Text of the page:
I can thoroughly recommend The Liar’s Dictionary by Eley Williams:


liars disctionary

And Eden by Tim Lebbon



These are both great reads (and wildly different from each other obviously!)

Here’s hoping you stay safe – happy reading & happy writing!





Lock down head down


<Looks up from a pile of scribbles>

What’s that? Oh yeah – I’m alive and I’m working hard on the latest revision of The Certainty of Dust which is now looking more like a novel. I’m just taking a very quick break from the word mines as I’ve received a little bad news about the books. Seems that KGHH has run into an issue with Amazon and neither Sick City Syndrome nor A Tiding of Magpies are available to purchase right now. If you’ve waited this long to buy a copy it looks like you’ve waited too long. Not sure how things will move forward from here but rest assured that Seven Deadly Swords is still for sale as are all the anthologies I’ve edited.

More news soon (for a given value of soon)

Edit: Since a couple of people have assumed this is a stock issue I’ll just clarify that the books are effectively now out of print. The publisher is closed down.


Remember me to one who lives there


Things have got weird but we always have stories right? And this unassuming set of tales is due to drop in a little less than 24 hours.

It seems like a long time ago (it was) when we discussed these three anthologies from Grimbold Books (Lost Gods and Unexpected Heroines are also due out soon) and a lot of things have happened in the personal lives of all involved. Then the virus hit.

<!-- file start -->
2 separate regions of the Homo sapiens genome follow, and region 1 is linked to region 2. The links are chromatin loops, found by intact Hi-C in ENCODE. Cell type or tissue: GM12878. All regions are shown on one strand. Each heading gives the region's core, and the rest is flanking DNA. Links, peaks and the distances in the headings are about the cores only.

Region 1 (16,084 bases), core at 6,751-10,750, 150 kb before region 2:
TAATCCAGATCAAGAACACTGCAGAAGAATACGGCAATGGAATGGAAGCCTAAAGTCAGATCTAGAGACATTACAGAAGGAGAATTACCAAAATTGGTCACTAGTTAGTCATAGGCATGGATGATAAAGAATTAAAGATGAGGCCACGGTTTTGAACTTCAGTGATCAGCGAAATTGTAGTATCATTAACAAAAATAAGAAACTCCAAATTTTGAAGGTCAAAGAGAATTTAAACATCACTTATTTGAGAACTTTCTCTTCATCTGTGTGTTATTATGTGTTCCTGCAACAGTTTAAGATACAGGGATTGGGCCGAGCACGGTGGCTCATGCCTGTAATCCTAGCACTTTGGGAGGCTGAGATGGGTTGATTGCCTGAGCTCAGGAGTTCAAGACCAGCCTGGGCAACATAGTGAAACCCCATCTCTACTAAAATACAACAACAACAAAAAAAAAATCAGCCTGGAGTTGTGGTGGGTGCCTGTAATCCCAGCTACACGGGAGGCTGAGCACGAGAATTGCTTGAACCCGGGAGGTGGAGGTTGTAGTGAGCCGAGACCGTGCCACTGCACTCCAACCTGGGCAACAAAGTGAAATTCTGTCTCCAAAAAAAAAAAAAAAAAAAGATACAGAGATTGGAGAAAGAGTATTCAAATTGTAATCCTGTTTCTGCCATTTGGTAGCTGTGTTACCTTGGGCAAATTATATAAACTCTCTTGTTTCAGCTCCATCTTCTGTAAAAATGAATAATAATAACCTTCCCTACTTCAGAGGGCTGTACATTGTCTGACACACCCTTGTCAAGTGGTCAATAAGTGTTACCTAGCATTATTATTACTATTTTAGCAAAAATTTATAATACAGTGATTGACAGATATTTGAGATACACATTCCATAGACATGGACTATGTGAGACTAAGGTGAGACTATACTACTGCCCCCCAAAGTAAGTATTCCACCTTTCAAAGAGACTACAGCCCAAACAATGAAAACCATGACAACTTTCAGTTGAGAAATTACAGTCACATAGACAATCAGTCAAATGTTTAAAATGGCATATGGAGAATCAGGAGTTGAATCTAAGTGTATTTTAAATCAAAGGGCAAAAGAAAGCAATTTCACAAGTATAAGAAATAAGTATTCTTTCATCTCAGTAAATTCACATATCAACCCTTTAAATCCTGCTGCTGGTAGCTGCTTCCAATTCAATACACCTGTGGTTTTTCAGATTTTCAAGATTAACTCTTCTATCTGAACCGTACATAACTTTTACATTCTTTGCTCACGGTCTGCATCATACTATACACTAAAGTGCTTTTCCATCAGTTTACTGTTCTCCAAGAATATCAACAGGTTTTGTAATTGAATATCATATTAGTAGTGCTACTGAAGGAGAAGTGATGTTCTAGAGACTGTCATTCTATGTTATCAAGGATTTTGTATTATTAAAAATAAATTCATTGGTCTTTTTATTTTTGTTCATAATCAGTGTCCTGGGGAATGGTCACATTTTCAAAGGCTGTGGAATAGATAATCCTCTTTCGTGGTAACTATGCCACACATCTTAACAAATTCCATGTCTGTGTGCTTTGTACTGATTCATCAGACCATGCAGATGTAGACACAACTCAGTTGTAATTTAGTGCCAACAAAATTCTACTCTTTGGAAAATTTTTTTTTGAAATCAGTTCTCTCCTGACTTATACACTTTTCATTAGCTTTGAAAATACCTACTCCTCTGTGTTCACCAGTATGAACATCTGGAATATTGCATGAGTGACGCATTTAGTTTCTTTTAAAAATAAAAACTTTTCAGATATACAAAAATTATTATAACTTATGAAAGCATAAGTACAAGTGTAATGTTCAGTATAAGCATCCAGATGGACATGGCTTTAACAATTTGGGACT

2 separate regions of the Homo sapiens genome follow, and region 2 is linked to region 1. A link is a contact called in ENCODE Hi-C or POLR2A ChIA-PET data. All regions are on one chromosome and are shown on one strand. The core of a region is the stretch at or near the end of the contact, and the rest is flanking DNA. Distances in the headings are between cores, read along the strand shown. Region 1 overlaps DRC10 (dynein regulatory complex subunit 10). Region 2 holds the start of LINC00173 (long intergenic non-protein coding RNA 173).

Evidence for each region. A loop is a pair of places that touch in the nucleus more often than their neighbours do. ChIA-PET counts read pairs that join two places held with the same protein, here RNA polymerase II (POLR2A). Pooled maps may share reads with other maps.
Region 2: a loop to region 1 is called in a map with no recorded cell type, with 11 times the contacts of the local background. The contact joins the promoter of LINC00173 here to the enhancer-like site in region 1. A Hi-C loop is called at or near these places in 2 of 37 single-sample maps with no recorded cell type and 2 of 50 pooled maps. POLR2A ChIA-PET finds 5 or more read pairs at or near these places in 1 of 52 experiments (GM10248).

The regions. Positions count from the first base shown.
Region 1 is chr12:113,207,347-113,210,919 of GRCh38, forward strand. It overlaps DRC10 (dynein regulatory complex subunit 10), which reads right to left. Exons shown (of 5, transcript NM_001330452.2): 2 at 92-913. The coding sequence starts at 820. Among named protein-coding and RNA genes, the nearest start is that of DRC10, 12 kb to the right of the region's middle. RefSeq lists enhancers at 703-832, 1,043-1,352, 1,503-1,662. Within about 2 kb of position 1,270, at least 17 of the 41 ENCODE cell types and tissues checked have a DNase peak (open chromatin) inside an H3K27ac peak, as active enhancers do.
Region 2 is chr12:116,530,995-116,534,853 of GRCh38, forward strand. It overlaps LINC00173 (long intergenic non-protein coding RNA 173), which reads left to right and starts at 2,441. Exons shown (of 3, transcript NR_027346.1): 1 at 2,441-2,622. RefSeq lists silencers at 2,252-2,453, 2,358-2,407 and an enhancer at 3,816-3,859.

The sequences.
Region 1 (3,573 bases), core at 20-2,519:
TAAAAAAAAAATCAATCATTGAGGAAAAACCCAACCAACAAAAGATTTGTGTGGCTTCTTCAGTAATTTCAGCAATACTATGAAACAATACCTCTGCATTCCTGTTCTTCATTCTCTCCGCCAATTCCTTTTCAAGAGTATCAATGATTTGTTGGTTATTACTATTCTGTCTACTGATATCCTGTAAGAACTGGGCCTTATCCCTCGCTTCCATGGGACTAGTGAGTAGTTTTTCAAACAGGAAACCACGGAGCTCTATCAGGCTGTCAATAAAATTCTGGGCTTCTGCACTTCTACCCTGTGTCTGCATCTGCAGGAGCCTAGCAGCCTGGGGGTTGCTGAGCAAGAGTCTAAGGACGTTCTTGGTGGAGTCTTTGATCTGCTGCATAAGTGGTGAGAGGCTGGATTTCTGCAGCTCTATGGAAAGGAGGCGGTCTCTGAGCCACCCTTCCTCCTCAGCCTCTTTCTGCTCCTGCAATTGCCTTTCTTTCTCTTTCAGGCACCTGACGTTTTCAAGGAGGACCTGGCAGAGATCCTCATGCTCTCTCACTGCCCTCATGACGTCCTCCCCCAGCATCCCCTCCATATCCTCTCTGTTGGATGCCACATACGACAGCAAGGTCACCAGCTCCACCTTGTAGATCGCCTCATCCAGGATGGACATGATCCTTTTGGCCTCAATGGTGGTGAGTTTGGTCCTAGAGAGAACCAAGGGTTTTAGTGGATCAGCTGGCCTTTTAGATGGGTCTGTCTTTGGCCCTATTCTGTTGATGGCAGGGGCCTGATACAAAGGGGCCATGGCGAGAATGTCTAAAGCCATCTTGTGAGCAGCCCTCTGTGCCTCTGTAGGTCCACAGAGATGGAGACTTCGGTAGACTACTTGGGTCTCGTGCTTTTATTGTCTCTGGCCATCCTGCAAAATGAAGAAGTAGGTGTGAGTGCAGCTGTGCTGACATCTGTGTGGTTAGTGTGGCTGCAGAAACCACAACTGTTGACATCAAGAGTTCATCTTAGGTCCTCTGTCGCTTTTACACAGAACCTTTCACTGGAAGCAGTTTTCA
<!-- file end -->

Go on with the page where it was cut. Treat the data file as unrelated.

The original plan to release all three at the same time and do a big launch in a bookshop has gone astray. Plan B to launch one by one has also gone slightly awry now we all live under house arrest.

But maybe that’s OK. We all need stories of hope in these times. We know there are heroes out there working tirelessly on our behalf. We see the medics and first responders and their heroism is writ a little larger than usual. There are also the usually forgotten heroes – the truck drivers, the postmen, the shop workers. They’re needed to keep society going – but aren’t usually celebrated as the heroes they clearly are. And that means we, the ones locked in our houses, the non-key workers, we need our stories. Stories for when the little guy made a difference.

This is a small book but I think it packs a punch.

You can buy it on Amazonof course – usually I’d tell you to support the small bookshops, but they are closed, and the distributors and wholesalers are also closed. So just this once get yourself the e-book. You can always buy a hard copy later – and maybe, once we can roam abroad and revel in our freedom once more we can meet and swap tales.

Sound the Retreat!

This weekend I’ll be attending my first writing retreat (but not my last as I’m also booked onto Milford in September.) I’m not entirely sure what to expect but aim to create a revision plan for Certainty and write the first draft of at least 1 story for Museum (and maybe more!) as well as have a lot of conversations with the other attending writers about writing.